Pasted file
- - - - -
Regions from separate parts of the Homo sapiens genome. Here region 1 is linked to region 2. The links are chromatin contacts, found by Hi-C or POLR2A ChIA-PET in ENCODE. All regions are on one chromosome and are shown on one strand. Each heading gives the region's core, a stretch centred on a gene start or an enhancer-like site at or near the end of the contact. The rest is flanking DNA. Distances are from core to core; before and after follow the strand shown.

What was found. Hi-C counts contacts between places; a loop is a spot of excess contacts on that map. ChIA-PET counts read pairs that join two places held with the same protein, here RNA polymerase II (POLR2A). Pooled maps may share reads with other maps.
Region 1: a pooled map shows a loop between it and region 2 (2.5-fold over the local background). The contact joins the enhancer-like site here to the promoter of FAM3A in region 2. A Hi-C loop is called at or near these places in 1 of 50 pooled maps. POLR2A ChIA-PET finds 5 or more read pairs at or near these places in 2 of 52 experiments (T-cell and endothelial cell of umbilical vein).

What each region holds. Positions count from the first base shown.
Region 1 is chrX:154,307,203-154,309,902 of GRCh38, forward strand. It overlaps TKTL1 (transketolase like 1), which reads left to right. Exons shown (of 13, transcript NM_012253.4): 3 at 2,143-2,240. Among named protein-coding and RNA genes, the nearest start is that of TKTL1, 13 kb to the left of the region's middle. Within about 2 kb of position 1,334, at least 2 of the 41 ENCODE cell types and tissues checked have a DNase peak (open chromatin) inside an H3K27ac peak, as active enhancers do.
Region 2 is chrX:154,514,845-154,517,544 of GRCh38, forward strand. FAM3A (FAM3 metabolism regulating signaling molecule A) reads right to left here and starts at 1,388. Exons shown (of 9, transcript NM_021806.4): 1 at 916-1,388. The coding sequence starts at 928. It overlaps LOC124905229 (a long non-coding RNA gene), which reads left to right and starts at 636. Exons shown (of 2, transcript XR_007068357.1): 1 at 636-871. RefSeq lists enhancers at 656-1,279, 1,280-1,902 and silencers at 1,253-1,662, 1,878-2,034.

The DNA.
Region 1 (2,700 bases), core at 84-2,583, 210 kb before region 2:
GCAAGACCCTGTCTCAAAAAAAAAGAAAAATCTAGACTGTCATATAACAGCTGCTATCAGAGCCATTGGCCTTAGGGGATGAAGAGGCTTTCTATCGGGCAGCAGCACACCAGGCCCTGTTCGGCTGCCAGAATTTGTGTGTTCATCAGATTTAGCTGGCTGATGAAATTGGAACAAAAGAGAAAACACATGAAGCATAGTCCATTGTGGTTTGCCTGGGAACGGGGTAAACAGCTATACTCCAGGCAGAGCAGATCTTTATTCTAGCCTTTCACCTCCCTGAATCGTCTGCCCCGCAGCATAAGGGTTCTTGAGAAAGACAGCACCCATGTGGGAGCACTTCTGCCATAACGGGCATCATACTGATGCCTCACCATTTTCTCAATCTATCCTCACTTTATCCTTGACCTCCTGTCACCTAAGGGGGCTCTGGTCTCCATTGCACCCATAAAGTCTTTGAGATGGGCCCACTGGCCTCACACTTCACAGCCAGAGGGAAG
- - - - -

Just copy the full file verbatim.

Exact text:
Regions from separate parts of the Homo sapiens genome. Here region 1 is linked to region 2. The links are chromatin contacts, found by Hi-C or POLR2A ChIA-PET in ENCODE. All regions are on one chromosome and are shown on one strand. Each heading gives the region's core, a stretch centred on a gene start or an enhancer-like site at or near the end of the contact. The rest is flanking DNA. Distances are from core to core; before and after follow the strand shown.

What was found. Hi-C counts contacts between places; a loop is a spot of excess contacts on that map. ChIA-PET counts read pairs that join two places held with the same protein, here RNA polymerase II (POLR2A). Pooled maps may share reads with other maps.
Region 1: a pooled map shows a loop between it and region 2 (2.5-fold over the local background). The contact joins the enhancer-like site here to the promoter of FAM3A in region 2. A Hi-C loop is called at or near these places in 1 of 50 pooled maps. POLR2A ChIA-PET finds 5 or more read pairs at or near these places in 2 of 52 experiments (T-cell and endothelial cell of umbilical vein).

What each region holds. Positions count from the first base shown.
Region 1 is chrX:154,307,203-154,309,902 of GRCh38, forward strand. It overlaps TKTL1 (transketolase like 1), which reads left to right. Exons shown (of 13, transcript NM_012253.4): 3 at 2,143-2,240. Among named protein-coding and RNA genes, the nearest start is that of TKTL1, 13 kb to the left of the region's middle. Within about 2 kb of position 1,334, at least 2 of the 41 ENCODE cell types and tissues checked have a DNase peak (open chromatin) inside an H3K27ac peak, as active enhancers do.
Region 2 is chrX:154,514,845-154,517,544 of GRCh38, forward strand. FAM3A (FAM3 metabolism regulating signaling molecule A) reads right to left here and starts at 1,388. Exons shown (of 9, transcript NM_021806.4): 1 at 916-1,388. The coding sequence starts at 928. It overlaps LOC124905229 (a long non-coding RNA gene), which reads left to right and starts at 636. Exons shown (of 2, transcript XR_007068357.1): 1 at 636-871. RefSeq lists enhancers at 656-1,279, 1,280-1,902 and silencers at 1,253-1,662, 1,878-2,034.

The DNA.
Region 1 (2,700 bases), core at 84-2,583, 210 kb before region 2:
GCAAGACCCTGTCTCAAAAAAAAAGAAAAATCTAGACTGTCATATAACAGCTGCTATCAGAGCCATTGGCCTTAGGGGATGAAGAGGCTTTCTATCGGGCAGCAGCACACCAGGCCCTGTTCGGCTGCCAGAATTTGTGTGTTCATCAGATTTAGCTGGCTGATGAAATTGGAACAAAAGAGAAAACACATGAAGCATAGTCCATTGTGGTTTGCCTGGGAACGGGGTAAACAGCTATACTCCAGGCAGAGCAGATCTTTATTCTAGCCTTTCACCTCCCTGAATCGTCTGCCCCGCAGCATAAGGGTTCTTGAGAAAGACAGCACCCATGTGGGAGCACTTCTGCCATAACGGGCATCATACTGATGCCTCACCATTTTCTCAATCTATCCTCACTTTATCCTTGACCTCCTGTCACCTAAGGGGGCTCTGGTCTCCATTGCACCCATAAAGTCTTTGAGATGGGCCCACTGGCCTCACACTTCACAGCCAGAGGGAAG